Over 40,000 complaints and appeals are pending in the Central Information Commission which is working without its chief for more than nine months.
A total of 40,051 cases -- comprising 32,531 appeals and 7,520 complaints filed under the Right to Information Act -- are pending in the commission as on Monday, as per CIC official data.
Of these, 15,736 appeals and complaints are pending before the Chief Information Commissioner's bench. Rest of the cases are pending with seven Information Commissioners -- Vijai Sharma, Basant Seth, Yashovardhan Azad, Sharat Sabharwal, Manjula Prasher, M A Khan Yusufi and Madabhushanam Sridhar Acharyulu, it said. Three posts of information commissioners are vacant in the transparency watchdog.
Among the information commissioners, Sharma is tipped to be the next chief information commissioner. His name is understood to have been cleared in a meeting that Prime Minister Narendra Modi had on June 1 with leader of Congress party in Lok Sabha Mallikarjun Kharge.
Finance Minister Arun Jaitley, who is also the part of three-member selection committee headed by the prime minister, had also attended the meeting.
Last month, Congress president Sonia Gandhi and party vice president Rahul Gandhi had attacked the prime minister over the delay in the appointments of Chiefs of CIC, CVC and Lokpal, saying the government feared transparency.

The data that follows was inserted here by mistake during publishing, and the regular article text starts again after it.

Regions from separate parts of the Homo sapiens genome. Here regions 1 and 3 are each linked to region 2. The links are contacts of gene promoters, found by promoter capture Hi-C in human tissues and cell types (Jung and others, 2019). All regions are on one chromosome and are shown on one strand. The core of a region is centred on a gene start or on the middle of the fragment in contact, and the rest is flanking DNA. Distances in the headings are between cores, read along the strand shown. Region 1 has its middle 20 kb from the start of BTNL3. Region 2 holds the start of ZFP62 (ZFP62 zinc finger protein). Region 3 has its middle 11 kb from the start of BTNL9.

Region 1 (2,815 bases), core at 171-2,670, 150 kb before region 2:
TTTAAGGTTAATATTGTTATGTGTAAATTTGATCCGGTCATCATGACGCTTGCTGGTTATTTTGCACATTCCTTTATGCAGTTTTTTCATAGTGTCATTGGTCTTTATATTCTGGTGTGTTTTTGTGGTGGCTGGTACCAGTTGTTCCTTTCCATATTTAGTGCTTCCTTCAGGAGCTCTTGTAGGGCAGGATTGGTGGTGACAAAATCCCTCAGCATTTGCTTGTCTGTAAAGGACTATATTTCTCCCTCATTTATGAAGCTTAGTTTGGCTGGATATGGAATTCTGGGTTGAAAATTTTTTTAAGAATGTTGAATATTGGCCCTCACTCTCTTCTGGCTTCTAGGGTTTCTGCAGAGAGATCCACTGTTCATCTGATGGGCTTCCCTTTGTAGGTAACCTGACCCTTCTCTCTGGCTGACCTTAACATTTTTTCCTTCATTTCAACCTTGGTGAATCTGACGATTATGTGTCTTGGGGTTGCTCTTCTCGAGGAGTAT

The delay in the appointment of chief information commissioner and information commissioners, which has resulted in high pendency, has been questioned by the RTI activists who have accused the government of "gradually killing" the transparency panel.
"With huge number of pending cases in CIC, the commission requires drastic reforms including its chief to work on Saturdays," said Lokesh Batra, RTI activist.
Batra has also questioned the government's reported move to appoint Vijai Sharma as the new chief information commissioner, who is the senior-most information commissioner in the panel.
"If he does become the CIC, then it is a bad joke on the transparency movement of this country considering that he has only 179 days left to serve before retiring on December 1, this year. CIC's tenure is for five years. Why appoint somebody who is due to retire soon? This means the government will have to start another selection process soon," he said.
Another Bhopal-based activist Ajay Dubey said the government must ensure the appointment of chief information commissioners and information commissioners in CIC. "The Centre is trying to gradually kill the transparency watchdog by delaying the appointments," he said.
Dubey said if the government wanted to choose a serving information commissioner as its chief, it should have done that earlier. "Why to keep CIC headless for over nine months?" he asked.
RTI applicants have also complained of delay in sending reply to queries filed by them with government departments. "Applications are pending for over three months with government departments and there is no sense in approaching CIC as pendency is too large there," an RTI applicant said.
CIC, which is mandated to resolve appeals and complaints filed against government departments or public authorities by information seekers under the Right to Information Act, has been working without a chief for over nine months, after the tenure of CIC Rajiv Mathur ended on August 22, 2014.
The posts of chief and a vigilance commissioner are also vacant in Central Vigilance Commission, the country's top anti-corruption body.
The term of central vigilance commissioner Pradeep Kumar had ended on September 28, last year, while vigilance commissioner J M Garg completed his tenure on September 7.
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